In 2016, we have seen the largest cyber bank theft in history, hacking of emails in the U.S. presidential election and a massive denial-of-service attack linked to the Internet of Things.
Attackers – ranging from nation-states to organized criminal gangs – have moved well beyond crude, scattergun approaches to defeat weak security. Today they are skilled, determined and focused – and quite possibly already inside an organization’s network, either because they’ve breached it or because they are an employee or partner with access. They are varied in motivation, capability and tactics.
BAE Systems recently conducted a survey that reveals the majority of information technology professionals (97 percent) believe business security and defense is a priority for their organizations. Yet more than half (54 percent) admit they assess cyber threats just once a week or less. The recent survey of 200 IT professionals at U.S. organizations also revealed:
- 87 percent believe their organization’s leadership understands the serious impact of a cyber attack;
- Compromising sensitive company financial data (63 percent) and compromising customer information (58 percent) are top concerns when it comes to cyber attacks;
- 50 percent are concerned about the hijacking of credentials to compromise customers or suppliers;
- 33 percent worry that too many employees are not aware of the cyber risks involved in using social media and digital channels.
As cyber attacks can occur at any time and often go undetected for weeks or months, it is critical that organizations employ round-the-clock threat assessment with a human in the loop to focus on genuine threats and fortify business defenses. Determined, capable cyber criminals use research, advanced capabilities and repeated attacks to penetrate any organization they deem vulnerable.
But many companies simply don’t have the resources to respond. They’re trying to keep pace with business and technological change, using tools and services delivered over the internet, as well as those held in-house. They cannot afford to hire the right people, take the right training or buy the right technology every single time. That means they can’t defend their networks, their data or their people and customers. Many organizations are overwhelmed by the sheer pace of attacks and lack the knowledge or the technology needed to mount an effective defense against increasingly sophisticated opponents.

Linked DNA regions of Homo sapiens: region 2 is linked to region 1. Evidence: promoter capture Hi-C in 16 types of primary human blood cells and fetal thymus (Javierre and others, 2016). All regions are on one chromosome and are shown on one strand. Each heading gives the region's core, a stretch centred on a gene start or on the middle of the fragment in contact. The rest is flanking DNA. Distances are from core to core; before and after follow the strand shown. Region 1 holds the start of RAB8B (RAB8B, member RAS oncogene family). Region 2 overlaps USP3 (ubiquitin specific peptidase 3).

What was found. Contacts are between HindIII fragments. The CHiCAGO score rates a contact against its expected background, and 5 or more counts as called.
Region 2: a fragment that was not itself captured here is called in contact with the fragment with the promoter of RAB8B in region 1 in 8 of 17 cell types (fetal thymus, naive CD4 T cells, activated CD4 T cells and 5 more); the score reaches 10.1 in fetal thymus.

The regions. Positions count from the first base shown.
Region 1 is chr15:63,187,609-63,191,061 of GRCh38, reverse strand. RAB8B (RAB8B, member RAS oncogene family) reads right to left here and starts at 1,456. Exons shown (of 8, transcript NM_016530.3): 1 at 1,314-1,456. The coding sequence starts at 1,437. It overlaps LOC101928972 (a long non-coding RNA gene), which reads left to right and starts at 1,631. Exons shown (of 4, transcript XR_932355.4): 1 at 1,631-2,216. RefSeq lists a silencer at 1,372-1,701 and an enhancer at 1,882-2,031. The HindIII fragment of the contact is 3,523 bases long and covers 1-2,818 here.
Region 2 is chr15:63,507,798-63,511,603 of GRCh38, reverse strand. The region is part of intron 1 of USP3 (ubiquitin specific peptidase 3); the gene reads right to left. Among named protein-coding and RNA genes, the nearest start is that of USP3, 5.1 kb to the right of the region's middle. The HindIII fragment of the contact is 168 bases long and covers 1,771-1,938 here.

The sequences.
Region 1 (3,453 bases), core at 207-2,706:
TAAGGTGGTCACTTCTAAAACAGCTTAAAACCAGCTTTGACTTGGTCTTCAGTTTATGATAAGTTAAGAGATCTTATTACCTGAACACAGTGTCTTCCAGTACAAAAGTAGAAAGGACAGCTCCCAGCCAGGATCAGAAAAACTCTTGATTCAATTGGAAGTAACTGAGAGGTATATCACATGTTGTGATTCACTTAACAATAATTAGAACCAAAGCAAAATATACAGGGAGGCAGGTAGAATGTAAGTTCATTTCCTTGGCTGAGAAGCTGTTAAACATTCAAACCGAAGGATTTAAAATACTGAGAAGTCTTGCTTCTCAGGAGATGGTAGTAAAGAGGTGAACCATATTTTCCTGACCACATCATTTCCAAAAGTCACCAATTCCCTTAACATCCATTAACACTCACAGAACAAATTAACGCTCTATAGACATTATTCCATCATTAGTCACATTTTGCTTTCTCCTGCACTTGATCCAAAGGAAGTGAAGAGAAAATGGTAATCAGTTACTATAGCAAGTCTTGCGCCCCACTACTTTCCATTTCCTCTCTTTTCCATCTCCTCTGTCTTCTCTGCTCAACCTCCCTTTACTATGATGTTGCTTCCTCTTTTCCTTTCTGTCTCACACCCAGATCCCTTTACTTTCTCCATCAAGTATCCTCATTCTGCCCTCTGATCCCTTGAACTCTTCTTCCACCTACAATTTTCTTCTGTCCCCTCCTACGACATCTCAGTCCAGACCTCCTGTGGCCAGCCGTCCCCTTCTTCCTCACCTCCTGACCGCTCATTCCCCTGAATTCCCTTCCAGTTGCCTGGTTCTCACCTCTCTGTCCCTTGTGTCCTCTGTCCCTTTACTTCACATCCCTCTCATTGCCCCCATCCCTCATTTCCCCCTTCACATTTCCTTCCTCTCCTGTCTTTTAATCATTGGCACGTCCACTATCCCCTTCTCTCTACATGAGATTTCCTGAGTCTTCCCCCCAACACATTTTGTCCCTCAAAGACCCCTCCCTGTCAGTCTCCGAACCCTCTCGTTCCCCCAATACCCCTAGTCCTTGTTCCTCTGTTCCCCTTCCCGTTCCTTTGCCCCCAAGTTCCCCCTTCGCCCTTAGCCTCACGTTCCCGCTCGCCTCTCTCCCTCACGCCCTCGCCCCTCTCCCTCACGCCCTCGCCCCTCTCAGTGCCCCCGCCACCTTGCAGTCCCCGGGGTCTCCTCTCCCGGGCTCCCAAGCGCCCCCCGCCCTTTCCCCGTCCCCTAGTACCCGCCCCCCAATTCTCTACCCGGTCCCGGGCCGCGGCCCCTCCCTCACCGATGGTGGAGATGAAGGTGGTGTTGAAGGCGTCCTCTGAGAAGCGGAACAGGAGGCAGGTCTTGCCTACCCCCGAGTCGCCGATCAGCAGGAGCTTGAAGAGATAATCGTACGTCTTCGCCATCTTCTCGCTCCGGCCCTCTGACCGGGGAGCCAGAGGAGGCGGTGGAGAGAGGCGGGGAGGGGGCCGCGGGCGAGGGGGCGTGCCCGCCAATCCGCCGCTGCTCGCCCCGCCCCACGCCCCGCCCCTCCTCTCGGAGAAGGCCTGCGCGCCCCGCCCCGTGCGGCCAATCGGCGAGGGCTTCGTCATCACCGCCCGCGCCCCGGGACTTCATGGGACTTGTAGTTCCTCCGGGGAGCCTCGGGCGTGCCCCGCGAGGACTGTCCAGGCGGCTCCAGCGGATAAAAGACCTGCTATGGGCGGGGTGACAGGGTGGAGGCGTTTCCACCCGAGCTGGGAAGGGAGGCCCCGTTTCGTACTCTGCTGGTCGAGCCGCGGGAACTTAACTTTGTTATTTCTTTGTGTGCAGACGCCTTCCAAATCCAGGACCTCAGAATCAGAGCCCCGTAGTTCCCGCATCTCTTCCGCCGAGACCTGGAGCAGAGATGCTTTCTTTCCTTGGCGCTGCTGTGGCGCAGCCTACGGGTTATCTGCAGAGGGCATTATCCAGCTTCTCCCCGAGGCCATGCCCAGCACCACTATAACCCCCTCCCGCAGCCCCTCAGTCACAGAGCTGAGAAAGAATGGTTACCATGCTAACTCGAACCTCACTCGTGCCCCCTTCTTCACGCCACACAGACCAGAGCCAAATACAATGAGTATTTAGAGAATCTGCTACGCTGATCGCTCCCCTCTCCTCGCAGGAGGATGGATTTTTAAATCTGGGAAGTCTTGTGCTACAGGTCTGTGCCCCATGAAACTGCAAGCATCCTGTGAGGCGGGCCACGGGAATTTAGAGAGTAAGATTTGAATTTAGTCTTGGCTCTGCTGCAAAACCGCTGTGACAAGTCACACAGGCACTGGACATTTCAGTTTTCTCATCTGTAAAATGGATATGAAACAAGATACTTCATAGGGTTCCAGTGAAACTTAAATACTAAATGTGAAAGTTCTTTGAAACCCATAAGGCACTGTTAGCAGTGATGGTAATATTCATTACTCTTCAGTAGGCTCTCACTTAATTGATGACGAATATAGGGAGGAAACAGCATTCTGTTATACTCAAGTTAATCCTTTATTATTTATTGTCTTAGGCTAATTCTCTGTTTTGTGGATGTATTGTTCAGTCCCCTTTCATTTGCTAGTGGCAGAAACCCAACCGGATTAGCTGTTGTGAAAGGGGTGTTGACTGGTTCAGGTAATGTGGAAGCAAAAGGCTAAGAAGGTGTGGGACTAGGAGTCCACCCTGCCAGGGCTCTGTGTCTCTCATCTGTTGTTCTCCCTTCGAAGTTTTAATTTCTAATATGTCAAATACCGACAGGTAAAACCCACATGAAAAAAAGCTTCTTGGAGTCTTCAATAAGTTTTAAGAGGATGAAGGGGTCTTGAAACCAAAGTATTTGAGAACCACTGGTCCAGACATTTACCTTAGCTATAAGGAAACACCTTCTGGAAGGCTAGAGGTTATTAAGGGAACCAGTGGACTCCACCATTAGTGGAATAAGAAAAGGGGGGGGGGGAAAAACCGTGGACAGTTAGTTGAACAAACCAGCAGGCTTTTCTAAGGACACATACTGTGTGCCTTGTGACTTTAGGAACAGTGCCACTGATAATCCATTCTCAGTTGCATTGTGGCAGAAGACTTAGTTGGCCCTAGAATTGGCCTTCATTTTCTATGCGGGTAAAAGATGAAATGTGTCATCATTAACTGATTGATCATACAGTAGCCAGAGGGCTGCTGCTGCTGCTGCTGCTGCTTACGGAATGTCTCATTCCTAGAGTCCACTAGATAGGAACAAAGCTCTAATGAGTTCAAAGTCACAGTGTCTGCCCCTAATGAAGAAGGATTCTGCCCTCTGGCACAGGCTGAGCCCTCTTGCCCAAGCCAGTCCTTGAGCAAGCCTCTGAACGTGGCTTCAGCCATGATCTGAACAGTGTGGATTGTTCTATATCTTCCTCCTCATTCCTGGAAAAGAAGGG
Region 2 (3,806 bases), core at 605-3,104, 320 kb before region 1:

Going to the experts for a managed or outsourced service is a fact of business life, and the same applies when it comes to securing one’s data, security devices and networks. It’s a sensible, logical business and technology decision that allows organizations to focus on their core business objectives.
The MSS provider market is large, with at least 300 companies offering services in the U.S. alone. Some simply offer packaged approaches: one size fits all. Many traditional managed service providers focus the majority of their efforts on “known attacks” and miss the more targeted, hidden threats. These more sophisticated methods are increasing with modern, dedicated attackers. They will create custom malware to evade detection, hide in a network for months or years and leave little or no evidence of their intrusion. Skilled, professional attackers will persist, and if they don’t break in the first time, they’ll be back – with more powerful and capable tools.
This calls for defenders to take a proactive approach: one that goes looking for threats, rather than waiting to stumble over them later in the attack process. When assessing MSS offerings, organizations should consider:
- Does the provider go hunting for malicious patterns in the everyday data your organization creates?
- Does it use sophisticated analytics to ask the right questions – and hunt for breaches, past and present?
- Does it use the latest generation of big data technologies – artificial intelligence and machine learning – to find patterns that might otherwise never be seen?
- Does it share information, pattern data, lab research and national security resources to uncover new malicious tactics, techniques and procedures?
- Does it minimize the noisy alerting from security equipment and the daily fire drills investigating what turn out to be false positives?
In today’s world, a traditional approach to cybersecurity is not enough to prevent attacks. Crime occurs where there are opportunities, and the same is true for cyber crime. By outsourcing cybersecurity to threat-hunting experts, businesses can now receive real-time, continuous monitoring and threat assessment.